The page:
A while ago, I had picked up a six pack of Rodenbach from Roger Wilco. I had had a number of the bottles and shared one or two with the Boozedancers when it dawned on me that I had not reviewed the beer. The beer is produced by a brewery with a long, storied ownership that began in 1821 in Roeselare, Belgium. Over 175 years later, the Rodenbach family sold the brewery to the equally renowned Palm Breweries. Rodenbach Original is still produced at the same site using the same unique blending of aged (18 months) and young (9 months) ale in a ratio of 25%/75%. As I was not all that familiar with the Flanders Red Ale, I checked with Beer Advocate and this is what they have to say about the style:
Flanders Reds are commonly referred to as the “red” beers of West Flanders. Belgian Red Beers are typically light-bodied brews with reddish-brown colors. They are infamous for their distinct sharp, fruity, sour and tart flavors which are created by special yeast strains. Very complex beers, they are produced under the age old tradition of long-term cask aging in oak, and the blending of young and old beers.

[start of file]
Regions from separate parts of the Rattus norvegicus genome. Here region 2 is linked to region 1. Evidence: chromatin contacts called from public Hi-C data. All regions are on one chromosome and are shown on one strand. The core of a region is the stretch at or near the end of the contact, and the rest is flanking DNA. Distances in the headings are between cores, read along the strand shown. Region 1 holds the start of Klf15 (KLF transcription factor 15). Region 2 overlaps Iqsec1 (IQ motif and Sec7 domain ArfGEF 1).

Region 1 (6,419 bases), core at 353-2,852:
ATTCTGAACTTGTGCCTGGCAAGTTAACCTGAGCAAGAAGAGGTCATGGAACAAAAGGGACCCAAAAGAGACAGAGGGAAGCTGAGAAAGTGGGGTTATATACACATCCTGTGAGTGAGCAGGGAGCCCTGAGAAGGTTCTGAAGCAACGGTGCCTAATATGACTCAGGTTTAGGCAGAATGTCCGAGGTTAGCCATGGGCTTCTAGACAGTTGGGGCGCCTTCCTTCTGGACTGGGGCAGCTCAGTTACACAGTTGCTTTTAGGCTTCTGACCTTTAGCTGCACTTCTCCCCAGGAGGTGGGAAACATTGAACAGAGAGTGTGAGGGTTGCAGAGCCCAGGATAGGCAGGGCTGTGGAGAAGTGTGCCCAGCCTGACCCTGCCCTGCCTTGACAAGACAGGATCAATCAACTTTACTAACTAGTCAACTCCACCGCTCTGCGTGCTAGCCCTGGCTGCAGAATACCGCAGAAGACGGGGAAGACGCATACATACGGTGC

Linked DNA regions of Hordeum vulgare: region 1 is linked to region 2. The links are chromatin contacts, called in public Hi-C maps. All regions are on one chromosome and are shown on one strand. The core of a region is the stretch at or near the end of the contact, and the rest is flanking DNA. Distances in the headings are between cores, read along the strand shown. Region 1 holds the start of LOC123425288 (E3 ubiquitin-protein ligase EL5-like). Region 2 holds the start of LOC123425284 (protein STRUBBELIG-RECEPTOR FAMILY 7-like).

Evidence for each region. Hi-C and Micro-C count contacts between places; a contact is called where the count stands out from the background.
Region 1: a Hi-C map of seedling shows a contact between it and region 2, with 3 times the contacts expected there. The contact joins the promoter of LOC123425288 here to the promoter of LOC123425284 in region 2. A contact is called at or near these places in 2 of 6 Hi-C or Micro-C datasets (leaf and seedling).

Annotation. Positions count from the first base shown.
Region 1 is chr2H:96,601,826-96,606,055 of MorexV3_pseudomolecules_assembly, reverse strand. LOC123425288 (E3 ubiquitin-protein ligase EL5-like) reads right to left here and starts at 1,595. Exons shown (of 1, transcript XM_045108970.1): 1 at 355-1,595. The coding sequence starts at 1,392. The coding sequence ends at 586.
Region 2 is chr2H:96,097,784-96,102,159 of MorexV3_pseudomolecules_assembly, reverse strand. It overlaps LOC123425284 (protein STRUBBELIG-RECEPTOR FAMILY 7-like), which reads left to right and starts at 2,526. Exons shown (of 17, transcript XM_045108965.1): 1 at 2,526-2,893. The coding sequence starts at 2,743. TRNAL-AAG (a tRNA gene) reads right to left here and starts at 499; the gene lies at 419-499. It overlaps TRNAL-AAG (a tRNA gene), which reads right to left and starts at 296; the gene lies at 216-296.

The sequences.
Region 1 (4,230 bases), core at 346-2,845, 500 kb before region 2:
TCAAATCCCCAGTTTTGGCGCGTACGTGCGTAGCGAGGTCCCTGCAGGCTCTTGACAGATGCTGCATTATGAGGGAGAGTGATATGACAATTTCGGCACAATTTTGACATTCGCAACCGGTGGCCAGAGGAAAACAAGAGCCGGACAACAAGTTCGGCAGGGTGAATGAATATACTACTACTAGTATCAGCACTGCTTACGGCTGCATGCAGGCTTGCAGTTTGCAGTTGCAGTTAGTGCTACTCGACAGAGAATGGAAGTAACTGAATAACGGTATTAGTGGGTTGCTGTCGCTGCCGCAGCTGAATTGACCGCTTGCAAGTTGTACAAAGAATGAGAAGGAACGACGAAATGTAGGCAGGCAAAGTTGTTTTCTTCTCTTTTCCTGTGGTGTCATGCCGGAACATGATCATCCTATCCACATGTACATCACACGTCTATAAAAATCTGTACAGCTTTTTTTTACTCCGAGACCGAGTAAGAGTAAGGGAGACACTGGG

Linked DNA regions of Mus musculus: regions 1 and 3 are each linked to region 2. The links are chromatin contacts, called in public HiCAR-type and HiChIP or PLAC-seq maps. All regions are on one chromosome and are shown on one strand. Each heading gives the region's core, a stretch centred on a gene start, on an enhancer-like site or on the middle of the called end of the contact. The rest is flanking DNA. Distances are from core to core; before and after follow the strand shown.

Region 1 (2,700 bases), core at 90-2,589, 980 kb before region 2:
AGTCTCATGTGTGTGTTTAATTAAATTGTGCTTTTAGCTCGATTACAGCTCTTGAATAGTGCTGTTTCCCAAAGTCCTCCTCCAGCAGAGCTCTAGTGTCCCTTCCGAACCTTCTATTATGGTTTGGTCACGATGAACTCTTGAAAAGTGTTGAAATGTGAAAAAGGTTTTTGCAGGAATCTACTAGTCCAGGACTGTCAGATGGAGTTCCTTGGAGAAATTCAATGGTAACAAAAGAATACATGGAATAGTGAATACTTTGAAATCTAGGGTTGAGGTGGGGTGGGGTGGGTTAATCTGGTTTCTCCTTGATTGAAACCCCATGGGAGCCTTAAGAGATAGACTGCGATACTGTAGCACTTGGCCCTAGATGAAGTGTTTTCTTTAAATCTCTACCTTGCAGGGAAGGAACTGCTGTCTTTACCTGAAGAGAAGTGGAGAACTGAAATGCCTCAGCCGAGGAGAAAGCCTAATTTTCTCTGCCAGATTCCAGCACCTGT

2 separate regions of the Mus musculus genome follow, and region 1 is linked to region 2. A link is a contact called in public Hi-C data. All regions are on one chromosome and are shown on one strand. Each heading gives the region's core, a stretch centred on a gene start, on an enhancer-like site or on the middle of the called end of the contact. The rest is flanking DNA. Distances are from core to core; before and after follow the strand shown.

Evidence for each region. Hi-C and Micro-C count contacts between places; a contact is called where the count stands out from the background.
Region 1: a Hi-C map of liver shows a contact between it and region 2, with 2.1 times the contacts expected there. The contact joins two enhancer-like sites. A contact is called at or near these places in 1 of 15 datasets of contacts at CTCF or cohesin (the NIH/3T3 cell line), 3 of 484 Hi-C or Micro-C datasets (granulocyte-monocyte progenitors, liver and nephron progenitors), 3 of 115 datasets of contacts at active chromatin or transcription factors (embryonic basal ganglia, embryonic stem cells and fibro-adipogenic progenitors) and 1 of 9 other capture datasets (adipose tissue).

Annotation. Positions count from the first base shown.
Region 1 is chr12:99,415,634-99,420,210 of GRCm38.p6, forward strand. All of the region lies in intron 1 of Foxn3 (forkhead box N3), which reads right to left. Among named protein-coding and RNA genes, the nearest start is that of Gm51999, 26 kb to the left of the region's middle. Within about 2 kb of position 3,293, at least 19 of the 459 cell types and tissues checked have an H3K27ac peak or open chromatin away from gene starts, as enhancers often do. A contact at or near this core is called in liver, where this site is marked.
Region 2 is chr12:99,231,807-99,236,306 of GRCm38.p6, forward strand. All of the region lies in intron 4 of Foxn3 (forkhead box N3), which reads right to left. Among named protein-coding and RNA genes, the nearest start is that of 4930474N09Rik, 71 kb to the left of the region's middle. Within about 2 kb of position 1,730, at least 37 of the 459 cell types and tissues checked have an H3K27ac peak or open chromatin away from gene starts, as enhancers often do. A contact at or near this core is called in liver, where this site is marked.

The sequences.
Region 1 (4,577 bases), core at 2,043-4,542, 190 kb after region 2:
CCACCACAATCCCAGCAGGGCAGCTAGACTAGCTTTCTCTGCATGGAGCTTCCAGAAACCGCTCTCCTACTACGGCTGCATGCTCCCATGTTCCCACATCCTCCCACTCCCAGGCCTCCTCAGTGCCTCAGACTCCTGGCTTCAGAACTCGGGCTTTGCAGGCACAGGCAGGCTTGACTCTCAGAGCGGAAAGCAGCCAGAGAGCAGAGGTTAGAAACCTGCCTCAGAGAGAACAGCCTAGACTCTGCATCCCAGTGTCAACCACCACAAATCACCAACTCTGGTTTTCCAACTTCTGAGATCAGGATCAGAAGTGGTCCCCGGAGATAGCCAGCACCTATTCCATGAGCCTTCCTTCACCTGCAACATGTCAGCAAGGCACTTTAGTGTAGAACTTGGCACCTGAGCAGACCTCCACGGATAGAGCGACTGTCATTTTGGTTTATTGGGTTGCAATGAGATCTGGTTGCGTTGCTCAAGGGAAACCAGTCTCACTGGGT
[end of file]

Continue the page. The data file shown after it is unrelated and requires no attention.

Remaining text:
The Rodenbach family perfected the method of blending their beers and they have been winning awards for almost 120 years. Most recently, the Rodenbach Original won the silver medal at the 2012 Brussels Beer Challenge.
I found this beer to be…
- Appearance: Ruby with nice foam and good lacing.
- Aroma: Some malt and hops and a sour cherry sweetness.
- Taste: A little thin but refreshing with a nice mildly tart/mildly sweet finish.
- ABV: 5.2%
I wasn’t a real big fan of sour beers as I have found their booziness to be too much like a fortified wine and their finish to be too much like a granny smith apple. However, the Rodenbach Original was so mild and so well-balanced that I found myself beginning to warm to the style. So, while I might not be ready for a Cuvée des Jacobins, I have warmed to the Duchesse De Bourgogne and look forward to trying more sours.